Into the wild

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Into the Wild” (2007)
Surely there are fewer things more likely to kill a good film discussion than the dreaded ‘the book was better’ line. And while we realize that it is reductive and often maddening as a criticism, it is the greatest source of disappointment regarding Sean Penn’s adaptation of Jon Krakauer’s touching, impeccably-crafted piece of non-fiction. In this case, for this writer, it’s just too difficult to separate the two. The movie has its virtues: Emile Hirsch’s committed lead performance, solid (if a bit ordinary) nature cinematography, Eddie Vedder’s original songs which do a lot of the emotional heavy lifting, and a mostly free-flowing structure unencumbered by typical studio plot constraints. But director Penn goes for melodrama all too often when he could’ve taken a more nuanced approach. Take, for instance, [SPOILER] when Christopher McCandless’ parents are told of his death late in the film [END SPOILER]. Did we need a scene of William Hurt pacing down the street, falling to his knees and crying up at the sky? In fact, one of the main issues is the handling of the McCandless family: the parents (Hurt and Marcia Gay Harden) are sketched as one-dimensional, upper-class rich people who argue all the time, while his sister, played by Jena Malone, is given the unfortunate task of narrating the film in an unnecessary voiceover. The film is fine, at times quite good and its heart is in the right place. But nothing can outdo the brilliant reportage by Krakauer (there’s something more rewarding knowing he actually tracked down all these people that met McCandless) and the way he bridges history with his main narrative. So … sorry, the book was better. [C+/B-]

"Touching the Void"
"Touching the Void"

Touching The Void” (2003)
When it comes to survival stories, non-fiction tends to have the most potent effect. Some of the things that happen in “Touching the Void,” were they simply made up by a screenwriter, would lose the audience after a while. But this adaptation of Joe Simpson’s book of the same name by Kevin Macdonald (“The Last King of Scotland,” “Marley”) is a triumph of the documentary form, using interviews and re-enactments alike to great purpose. The story of Simpson and climbing partner Simon Yates’ near-fatal climb of Siula Grande in the Peruvian Andes in 1985 is loaded with all kinds of juicy details any storyteller would relish to divulge. And somehow, going in knowing that both men survive is not something that spoils the film; it enhances it, though after watching, you have to wonder how these men could ever go back to normalcy. After successfully reaching the summit of the mountain, the two men get caught in a storm after Simpson falls and breaks his leg. The rest is better left unsaid if you haven’t seen the film, but rest assured it is a mind-blowing tale of survival, not only because it’s true, but also because its beauty lies in its elemental power. Human beings are capable of amazing feats when there’s simply no other choice in the matter. You either do these seemingly impossible things, or you die; it’s that simple. Distilling things down to that kind of base simplicity is thrilling and harrowing to watch, because you can't help but imagine what you might do if you were there. [A]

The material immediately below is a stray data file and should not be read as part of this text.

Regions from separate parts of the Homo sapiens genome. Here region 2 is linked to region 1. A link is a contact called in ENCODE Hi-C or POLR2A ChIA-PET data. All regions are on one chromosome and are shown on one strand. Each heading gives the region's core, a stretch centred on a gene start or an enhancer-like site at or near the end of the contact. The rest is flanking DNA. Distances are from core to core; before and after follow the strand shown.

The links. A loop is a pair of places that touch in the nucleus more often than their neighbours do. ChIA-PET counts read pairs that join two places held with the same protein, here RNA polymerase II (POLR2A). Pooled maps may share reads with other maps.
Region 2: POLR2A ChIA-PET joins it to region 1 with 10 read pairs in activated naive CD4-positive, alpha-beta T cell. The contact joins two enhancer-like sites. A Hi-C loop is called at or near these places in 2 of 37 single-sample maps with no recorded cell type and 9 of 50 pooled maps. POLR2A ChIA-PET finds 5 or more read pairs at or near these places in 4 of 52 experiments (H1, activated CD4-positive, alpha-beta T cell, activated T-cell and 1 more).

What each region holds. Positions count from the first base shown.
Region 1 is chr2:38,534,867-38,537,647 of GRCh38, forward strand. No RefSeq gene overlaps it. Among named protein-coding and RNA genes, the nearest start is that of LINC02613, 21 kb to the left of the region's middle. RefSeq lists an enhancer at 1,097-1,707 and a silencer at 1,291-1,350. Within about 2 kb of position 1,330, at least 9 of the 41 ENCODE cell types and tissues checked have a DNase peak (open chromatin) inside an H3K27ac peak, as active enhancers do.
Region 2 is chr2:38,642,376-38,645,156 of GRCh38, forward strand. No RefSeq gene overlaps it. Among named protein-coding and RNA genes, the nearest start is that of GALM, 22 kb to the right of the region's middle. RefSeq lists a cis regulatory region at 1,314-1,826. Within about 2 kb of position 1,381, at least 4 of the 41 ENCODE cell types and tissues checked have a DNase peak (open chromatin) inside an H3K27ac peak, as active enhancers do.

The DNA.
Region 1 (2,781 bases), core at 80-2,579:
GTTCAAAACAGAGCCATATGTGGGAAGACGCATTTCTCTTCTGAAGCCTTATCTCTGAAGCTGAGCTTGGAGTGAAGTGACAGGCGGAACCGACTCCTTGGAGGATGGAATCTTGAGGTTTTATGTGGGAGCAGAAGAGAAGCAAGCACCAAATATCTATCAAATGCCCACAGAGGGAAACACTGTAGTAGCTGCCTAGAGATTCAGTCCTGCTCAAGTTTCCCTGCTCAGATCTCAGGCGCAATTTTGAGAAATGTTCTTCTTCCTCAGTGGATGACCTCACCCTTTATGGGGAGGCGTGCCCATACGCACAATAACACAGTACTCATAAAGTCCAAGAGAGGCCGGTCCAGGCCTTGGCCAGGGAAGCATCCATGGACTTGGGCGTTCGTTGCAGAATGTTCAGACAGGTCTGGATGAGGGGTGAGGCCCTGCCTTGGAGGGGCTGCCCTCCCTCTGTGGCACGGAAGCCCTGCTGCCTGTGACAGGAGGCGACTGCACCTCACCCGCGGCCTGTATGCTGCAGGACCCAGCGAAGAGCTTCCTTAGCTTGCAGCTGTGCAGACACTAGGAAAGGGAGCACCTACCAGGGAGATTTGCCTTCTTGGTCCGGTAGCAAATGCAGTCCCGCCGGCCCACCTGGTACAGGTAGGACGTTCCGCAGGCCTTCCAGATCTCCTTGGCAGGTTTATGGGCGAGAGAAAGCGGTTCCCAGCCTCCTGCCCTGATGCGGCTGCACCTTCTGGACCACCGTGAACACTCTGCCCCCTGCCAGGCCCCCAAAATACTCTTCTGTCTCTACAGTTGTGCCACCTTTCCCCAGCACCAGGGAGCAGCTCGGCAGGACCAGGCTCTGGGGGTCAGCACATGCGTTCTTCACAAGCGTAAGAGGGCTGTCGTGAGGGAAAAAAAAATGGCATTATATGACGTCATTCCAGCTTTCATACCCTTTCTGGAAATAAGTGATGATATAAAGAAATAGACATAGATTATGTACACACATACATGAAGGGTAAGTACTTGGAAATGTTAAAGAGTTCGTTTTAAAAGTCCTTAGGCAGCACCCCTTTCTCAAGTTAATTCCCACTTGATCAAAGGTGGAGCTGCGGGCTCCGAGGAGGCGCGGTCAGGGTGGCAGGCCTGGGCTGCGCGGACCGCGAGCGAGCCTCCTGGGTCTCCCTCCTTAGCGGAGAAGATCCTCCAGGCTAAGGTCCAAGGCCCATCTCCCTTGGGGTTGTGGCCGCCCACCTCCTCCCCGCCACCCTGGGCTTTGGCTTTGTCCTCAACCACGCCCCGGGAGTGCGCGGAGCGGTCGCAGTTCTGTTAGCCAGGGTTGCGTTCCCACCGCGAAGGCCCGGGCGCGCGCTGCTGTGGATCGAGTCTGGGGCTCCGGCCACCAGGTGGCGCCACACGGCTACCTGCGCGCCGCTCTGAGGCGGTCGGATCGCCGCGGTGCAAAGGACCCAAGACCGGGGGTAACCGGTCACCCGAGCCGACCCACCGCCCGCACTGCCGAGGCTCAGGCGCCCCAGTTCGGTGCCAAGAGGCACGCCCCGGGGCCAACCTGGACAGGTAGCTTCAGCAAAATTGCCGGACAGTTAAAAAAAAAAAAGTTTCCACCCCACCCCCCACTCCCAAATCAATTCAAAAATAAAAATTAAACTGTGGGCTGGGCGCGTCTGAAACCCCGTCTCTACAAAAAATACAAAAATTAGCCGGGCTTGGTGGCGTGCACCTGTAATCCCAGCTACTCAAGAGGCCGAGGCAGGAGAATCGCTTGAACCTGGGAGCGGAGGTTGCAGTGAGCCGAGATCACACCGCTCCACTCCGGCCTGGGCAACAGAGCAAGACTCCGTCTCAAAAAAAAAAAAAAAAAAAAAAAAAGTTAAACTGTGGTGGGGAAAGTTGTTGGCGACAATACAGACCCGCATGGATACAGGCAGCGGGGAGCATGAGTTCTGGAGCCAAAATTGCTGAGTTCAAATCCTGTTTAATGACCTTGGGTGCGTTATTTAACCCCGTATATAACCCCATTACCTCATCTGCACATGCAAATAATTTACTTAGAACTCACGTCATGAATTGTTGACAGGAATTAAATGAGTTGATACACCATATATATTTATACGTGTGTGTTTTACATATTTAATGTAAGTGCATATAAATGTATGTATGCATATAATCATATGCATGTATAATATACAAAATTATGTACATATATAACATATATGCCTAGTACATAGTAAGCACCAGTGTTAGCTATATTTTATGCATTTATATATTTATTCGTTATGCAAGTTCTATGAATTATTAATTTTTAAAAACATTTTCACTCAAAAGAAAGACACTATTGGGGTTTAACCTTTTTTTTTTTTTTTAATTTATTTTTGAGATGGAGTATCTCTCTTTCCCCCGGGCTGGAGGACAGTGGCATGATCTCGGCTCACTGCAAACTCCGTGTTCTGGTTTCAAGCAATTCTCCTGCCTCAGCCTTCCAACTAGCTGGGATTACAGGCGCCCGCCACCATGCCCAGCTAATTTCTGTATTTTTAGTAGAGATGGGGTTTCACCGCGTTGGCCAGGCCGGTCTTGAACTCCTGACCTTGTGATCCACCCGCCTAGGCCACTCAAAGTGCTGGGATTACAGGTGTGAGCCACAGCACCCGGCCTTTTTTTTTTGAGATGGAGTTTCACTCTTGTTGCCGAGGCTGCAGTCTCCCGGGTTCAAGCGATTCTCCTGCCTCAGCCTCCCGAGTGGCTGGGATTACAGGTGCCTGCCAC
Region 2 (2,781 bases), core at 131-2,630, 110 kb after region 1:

Alive” (1993)
Say what you will about the casting of familiar, American actors, there's still a great deal to admire in this Frank Marshall-directed recreation of the story of the Uruguayan rugby team travelling on Uruguayan Air Force Flight 571, which crashed into the Andes mountains on October 13, 1972, and their desperate bid to survive at all costs while trapped in the mountains. Instead of Ethan Hawke or Vincent Spano or Josh Hamilton, perhaps the film could have been cast to be more ethnically realistic, and sure, they speak English throughout the entire film. But you know what? This film works. Marshall and Oscar-winning screenwriter/playwright John Patrick Shanley (“Moonstruck," "Doubt") were unafraid to pull at audience heart strings with this highly emotional but never sappy adaptation of Piers Paul Read's 1974 book "Alive: The Story of the Andes Survivors," and it overcomes its unfortunate shortcomings regarding verisimilitude by going big in all the right places. The plane crash sequence is still incredibly terrifying, with the tail being ripped off as it descends and several poor unfortunate bastards getting sucked out the back. Then there’s Hawke’s boyish, early '90s charm that touches all the right notes as he becomes the hero midway through when things get desperate. It’s visceral, exciting stuff, and the occasional moments of levity provide much needed respite from the horror of being stranded on a snowy mountain with little in the way of food or water. When the film has to address the awful reality that the survivors resorted to cannibalism to survive—eating the dead bodies frozen in the snow—it doesn’t flinch away from it, but instead chooses to present it straightforwardly. “Alive” is another survival film that shows just how far people will go to keep on living. It may feel a bit too Hollywood in presentation, but the details and craftsmanship are just right. [B]

The Road, Viggo Mortensen,

"The Road" (2009)